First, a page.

The researchers first found breeding pairs of yellow warblers on the islands of Santa Cruz and Floreana in the Galápagos. Then they presented playbacks of cowbird calls, seet calls, and controls that had been recorded in North America, along with playbacks of local Galápagos predators, to the pairs. The researchers measured and compared the aggression and vocalizations the warblers made in response to the playbacks, predicting that the birds would be most aggressive towards the threats they had experience with, and less towards the sounds that were novel.
They found that the Galápagos yellow warblers were indeed much more aggressive towards playbacks of a local nest predator compared to cowbird and seet call playbacks, of which responses to were comparable to the controls. This response is unlike yellow warblers in North America, which are highly aggressive towards playbacks signaling nearby cowbirds, said Lawson.
Surprisingly, Galápagos yellow warblers never once produced a seet call in response to the cowbird and seet call playbacks. The researchers say this was unexpected, as yellow warblers in northern Canada and Alaska that have been breeding apart from cowbirds for about 6000 years still occasionally produce seet calls when tested.
“Other allopatric (meaning apart) yellow warbler populations still occasionally produce seet calls when shown cowbird models, albeit rarely, so the fact that the Galápagos yellow warbler never produced any seet calls was surprising to see,” explained Lawson. “The warblers did not seem to recognize the cowbird threat at all. One female warbler even fell asleep on her nest while a nearby speaker played cowbird calls!”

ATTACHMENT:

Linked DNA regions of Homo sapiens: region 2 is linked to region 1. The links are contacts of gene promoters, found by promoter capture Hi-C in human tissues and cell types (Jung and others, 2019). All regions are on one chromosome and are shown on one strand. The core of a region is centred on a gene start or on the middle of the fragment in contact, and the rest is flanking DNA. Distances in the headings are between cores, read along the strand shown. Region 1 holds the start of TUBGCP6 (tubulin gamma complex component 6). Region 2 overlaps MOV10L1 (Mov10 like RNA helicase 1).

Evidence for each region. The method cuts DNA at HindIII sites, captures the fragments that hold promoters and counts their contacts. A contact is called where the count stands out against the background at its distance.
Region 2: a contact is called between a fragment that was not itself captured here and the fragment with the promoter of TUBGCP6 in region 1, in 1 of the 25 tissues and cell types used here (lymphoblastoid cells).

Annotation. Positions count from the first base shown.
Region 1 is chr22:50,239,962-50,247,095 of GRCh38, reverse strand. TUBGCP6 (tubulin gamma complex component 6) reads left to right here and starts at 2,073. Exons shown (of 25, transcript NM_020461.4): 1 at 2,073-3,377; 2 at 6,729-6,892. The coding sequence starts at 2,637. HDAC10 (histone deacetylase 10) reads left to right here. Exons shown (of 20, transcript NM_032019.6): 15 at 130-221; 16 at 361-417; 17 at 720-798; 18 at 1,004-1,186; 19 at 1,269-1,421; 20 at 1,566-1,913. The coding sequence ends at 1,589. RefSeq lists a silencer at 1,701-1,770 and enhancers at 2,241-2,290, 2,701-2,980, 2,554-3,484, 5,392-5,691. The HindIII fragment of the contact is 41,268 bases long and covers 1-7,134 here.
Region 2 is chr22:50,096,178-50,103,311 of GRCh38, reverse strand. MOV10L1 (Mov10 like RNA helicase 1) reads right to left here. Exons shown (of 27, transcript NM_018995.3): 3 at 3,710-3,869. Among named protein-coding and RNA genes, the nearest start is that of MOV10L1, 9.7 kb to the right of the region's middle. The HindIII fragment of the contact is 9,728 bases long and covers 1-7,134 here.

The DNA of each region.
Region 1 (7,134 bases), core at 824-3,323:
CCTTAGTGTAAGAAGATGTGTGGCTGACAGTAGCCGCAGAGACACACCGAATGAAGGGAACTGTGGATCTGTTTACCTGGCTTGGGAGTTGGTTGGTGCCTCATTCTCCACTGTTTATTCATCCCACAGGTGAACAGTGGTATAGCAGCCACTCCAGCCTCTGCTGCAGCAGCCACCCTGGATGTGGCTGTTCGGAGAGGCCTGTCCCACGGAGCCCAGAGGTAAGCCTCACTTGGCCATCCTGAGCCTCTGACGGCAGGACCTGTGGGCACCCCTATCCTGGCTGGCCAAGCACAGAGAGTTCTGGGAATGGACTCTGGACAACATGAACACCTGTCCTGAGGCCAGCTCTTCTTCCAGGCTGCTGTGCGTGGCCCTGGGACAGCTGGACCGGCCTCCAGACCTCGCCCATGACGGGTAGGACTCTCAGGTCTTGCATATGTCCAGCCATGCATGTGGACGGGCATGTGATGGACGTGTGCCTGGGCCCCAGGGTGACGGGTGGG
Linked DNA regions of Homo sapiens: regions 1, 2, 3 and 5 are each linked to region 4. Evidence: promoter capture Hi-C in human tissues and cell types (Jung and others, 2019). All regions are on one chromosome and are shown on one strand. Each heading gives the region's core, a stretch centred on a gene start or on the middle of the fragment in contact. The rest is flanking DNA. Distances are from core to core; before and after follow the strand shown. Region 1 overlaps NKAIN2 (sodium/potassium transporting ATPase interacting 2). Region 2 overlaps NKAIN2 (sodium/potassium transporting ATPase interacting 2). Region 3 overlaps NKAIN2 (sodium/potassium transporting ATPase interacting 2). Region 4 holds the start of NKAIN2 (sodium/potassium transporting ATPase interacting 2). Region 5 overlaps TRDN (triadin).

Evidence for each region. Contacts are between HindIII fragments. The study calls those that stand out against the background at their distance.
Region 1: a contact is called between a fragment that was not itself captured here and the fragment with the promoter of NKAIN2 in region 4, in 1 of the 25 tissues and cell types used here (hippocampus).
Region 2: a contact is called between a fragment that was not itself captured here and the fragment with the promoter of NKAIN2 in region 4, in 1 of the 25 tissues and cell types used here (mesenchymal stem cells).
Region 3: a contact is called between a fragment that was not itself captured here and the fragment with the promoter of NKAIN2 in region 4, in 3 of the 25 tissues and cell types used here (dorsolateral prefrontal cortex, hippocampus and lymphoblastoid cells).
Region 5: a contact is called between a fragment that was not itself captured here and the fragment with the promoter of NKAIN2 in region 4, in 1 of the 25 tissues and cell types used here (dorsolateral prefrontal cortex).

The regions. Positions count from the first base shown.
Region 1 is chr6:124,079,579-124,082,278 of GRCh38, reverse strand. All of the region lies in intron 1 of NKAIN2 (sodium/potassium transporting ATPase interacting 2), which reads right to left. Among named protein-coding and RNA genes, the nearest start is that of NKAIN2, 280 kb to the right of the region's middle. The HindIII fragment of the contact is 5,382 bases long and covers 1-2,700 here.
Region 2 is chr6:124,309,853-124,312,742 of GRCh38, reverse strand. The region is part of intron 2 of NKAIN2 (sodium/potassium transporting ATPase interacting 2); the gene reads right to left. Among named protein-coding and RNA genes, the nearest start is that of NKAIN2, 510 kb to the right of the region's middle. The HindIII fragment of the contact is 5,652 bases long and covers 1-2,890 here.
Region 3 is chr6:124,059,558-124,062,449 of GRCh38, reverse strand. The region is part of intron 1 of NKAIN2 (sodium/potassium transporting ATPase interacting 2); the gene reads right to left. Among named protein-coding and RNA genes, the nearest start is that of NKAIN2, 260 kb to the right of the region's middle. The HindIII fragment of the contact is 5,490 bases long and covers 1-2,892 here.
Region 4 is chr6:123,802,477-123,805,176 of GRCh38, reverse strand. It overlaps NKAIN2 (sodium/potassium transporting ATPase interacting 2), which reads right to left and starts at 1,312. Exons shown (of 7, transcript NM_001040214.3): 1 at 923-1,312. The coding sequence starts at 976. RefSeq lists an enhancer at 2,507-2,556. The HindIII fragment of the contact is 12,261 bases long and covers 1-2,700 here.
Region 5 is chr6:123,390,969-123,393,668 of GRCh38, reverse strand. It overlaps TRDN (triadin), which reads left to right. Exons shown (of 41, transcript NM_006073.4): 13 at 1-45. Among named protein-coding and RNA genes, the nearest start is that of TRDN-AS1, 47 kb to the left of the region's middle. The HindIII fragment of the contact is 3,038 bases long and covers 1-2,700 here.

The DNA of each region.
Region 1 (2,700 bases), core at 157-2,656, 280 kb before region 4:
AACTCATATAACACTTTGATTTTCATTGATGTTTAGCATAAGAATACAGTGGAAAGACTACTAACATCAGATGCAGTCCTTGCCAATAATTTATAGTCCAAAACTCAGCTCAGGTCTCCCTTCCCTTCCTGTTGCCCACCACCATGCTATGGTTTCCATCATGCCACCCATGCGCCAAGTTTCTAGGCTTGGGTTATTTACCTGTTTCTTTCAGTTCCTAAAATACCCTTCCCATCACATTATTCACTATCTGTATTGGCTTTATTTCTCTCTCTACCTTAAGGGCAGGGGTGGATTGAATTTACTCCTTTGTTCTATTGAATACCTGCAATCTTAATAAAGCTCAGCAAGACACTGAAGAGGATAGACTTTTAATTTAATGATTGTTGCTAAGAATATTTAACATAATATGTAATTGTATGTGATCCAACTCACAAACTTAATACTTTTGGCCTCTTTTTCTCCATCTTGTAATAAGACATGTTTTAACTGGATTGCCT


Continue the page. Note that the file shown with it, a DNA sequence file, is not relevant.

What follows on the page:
The team says that this finding only leads to more questions to explore. The Galápagos yellow warbler split off from the mainland lineage so long ago that it begs the question of whether yellow warblers had even evolved the seet call prior to the split. According to the researchers, the Galápagos lineage could have split before the warblers developed the ability to seet call, which could explain why they did not respond to the call or produce it during the experiment.
The researchers say future directions include testing other yellow warbler populations with varying overlap with cowbirds, in order to tease apart the role experience may play, and to identify when in the warbler’s evolution the seet call evolved.
“Projects like these rely on national and international collaborators with different skill sets,” said Hauber. “Our team’s next step is to study the closest mainland relatives of the Galapagos yellow warblers, in Mexico or the Caribbean, which still coexist with parasitic cowbirds.”
“This study gives us one of the pieces of the puzzle about the evolution of communication, especially complicated communication like referential calls,” said Enos. “It also brings up questions about whether the seet call is tied to genetic underpinnings, or if it is learned through social aspects that influence use of the call. We can't tease those two apart in this study, but this begins to fill in a little of that gap.”
The study was supported by NSF, the Austrian Science Fund, and the Center for Latin American Studies at Illinois. The paper can be found at https://doi.org/10.1007/s00265-023-03372-0
By: Shelby Lawson
Photos By: Shelby Lawson